19 Nov 9 habits to become an amazing parent!
via Eric Barker
When kids behave, things are easy. The problem is when you need to discipline them. Most parents know which methods they don’t want to use to correct their children, but aren’t as sure which methods they should use.
So what is discipline? The word comes from the Latin “disciplina” — which means “to teach.” And, in the end, that’s what we need more of. Every time a kid misbehaves it’s an opportunity to teach them valuable skills like empathy, self-control, problem-solving, and dealing with emotions.
Merely punishing kids might stop bad behavior in the short-term but without a lesson, all it teaches them is that whomever has more power gets to enforce their arbitrary rules. (Hint: this does not bode well for their future relationships.)
Yes, you want them to stop painting the toilet purple but you also want them to learn to consider the feelings of others, and build other long-term skills that will help them lead successful, happy lives. And you want them to feel closer to you after a dispute, not further away.
From No-Drama Discipline:
The research is really clear on this point. Kids who achieve the best outcomes in life—emotionally, relationally, and even educationally—have parents who raise them with a high degree of connection and nurturing, while also communicating and maintaining clear limits and high expectations. Their parents remain consistent while still interacting with them in a way that communicates love, respect, and compassion. As a result, the kids are happier, do better in school, get into less trouble, and enjoy more meaningful relationships.
So how the heck do you do all this? (No, a taser is not involved.)
You want to “connect and redirect.” This is the system recommended by Daniel Siegel, clinical professor of psychiatry at the UCLA School of Medicine, and Tara Payne Bryson, a pediatric and adolescent psychotherapist.
They are the New York Times bestselling authors of No-Drama Discipline: The Whole-Brain Way to Calm the Chaos and Nurture Your Child’s Developing Mind.
Okay, let’s get to it…
If your kid is in mid-yell or mid-cry, they cannot hear what you are saying. Reread that. Get it tattooed on your body. How logical are you when you’re overwhelmed by emotion? And you expect a kid to be any different?
So immediately doling out punishments will rarely be processed and just escalate an already bad situation. You need to connect.
Connection means showing that you’re on their side – while still maintaining boundaries. You need to tune into their feelings and show them that you understand. This helps move them from reactivity to receptivity. It allows the emotion to dissipate so they can start using their thinky brain instead of their emotional brain. Connection has 4 parts:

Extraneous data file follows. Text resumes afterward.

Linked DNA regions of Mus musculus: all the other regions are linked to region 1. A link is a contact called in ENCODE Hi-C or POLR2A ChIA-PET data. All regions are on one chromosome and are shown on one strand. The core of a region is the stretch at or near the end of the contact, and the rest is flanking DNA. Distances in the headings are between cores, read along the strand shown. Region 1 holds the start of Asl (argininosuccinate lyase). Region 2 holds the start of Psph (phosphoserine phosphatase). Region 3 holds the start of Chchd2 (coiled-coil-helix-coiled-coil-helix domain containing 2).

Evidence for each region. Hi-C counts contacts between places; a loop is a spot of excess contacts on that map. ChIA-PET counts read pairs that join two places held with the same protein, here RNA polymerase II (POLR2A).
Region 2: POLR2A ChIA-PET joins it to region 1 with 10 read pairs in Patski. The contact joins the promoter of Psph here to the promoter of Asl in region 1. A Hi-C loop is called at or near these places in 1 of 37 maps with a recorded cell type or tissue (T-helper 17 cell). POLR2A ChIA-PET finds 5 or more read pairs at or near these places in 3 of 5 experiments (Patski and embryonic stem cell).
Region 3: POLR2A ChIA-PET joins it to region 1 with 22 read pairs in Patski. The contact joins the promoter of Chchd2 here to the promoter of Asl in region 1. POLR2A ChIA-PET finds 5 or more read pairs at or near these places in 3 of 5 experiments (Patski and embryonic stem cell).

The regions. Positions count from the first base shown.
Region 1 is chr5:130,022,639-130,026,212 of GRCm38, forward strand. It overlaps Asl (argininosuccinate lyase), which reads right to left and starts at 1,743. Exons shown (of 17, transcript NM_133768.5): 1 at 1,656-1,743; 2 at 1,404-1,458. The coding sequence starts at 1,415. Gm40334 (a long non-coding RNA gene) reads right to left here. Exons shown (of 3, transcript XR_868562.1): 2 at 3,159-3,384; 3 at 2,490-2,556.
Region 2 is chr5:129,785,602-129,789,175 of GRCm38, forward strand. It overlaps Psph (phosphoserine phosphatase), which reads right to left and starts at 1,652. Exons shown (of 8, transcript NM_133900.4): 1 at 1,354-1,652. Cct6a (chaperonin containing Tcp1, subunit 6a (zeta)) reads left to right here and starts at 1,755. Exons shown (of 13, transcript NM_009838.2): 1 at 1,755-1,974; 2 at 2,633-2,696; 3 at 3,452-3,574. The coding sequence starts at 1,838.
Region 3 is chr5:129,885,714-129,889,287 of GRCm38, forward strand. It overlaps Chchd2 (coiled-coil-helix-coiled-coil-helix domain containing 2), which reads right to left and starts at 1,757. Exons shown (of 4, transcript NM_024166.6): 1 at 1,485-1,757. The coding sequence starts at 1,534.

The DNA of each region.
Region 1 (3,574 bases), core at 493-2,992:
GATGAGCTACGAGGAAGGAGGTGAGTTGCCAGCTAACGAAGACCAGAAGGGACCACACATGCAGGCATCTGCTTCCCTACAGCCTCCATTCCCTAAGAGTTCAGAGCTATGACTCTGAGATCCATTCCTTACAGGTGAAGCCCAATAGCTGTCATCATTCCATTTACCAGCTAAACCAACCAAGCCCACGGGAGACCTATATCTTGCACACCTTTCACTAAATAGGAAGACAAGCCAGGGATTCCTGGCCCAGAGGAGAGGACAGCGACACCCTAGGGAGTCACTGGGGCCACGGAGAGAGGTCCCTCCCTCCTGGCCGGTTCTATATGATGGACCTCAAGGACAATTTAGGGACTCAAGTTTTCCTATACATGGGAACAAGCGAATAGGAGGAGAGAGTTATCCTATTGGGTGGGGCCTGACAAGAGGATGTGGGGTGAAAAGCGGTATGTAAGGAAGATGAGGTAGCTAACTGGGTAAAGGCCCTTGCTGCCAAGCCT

They cry, you yell and things get worse, not better. Sound familiar? Because it’s now a fight for power instead of a conversation. As NYPD hostage negotiators know, “behavior is contagious.” If you want to be in a fight, by all means, give an angry look, raise your voice and wag your index finger. If you want this to be a somewhat sane interaction, act like it is one. Communicate comfort. Make them feel safe.
How do you react when someone dismisses your feelings and tells you “stop making a big deal out of this and just calm down”? Exactly. So don’t expect a child to be any better at it. Validate their feelings — though not all their actions. They need to feel understood in order to calm down. Until the big emotions are out of their way, logic is powerless.
Your child is really angry about something. You know what always works? A really long lecture. Going on a rant to someone screaming at the top of their lungs is incredibly effective in showing them the error of their ways and getting them to calm down. No child would ever respond by tuning you out. And make sure to repeat the same points over and over. People love this, especially surly teenagers…
Um, no. They won’t process a thing until they get to talk about how they feel and you show them you understand. So listen.
When they tell you how they feel, repeat it back to them. You want to show, not tell. If you say, “I know how you feel” they’ll reply, “No, you don’t!” If you say, “It really upset you that I wouldn’t let you build a nuclear reactor in the basement” they’ll say, “Exactly.”
After you communicate comfort, validate feelings, listen and reflect, ask yourself one question: “Are they ready to hear, learn, and understand?” If not, repeat the steps.
Whoops, actually there’s a second question to ask yourself: “Am I ready?” Because if you’re overly emotional this will not go well. They need to be calm — but so do you.
(To learn more about how you and your children can lead a successful life, check out my bestselling book here.)
Okay, so you’ve connected. Now it’s time to “redirect.” That’s an acronym because 8 more steps is a lot to remember, especially after junior decides to give the living room wall an unapproved mural. So let’s start with “R”…
… keep reading the full & original article HERE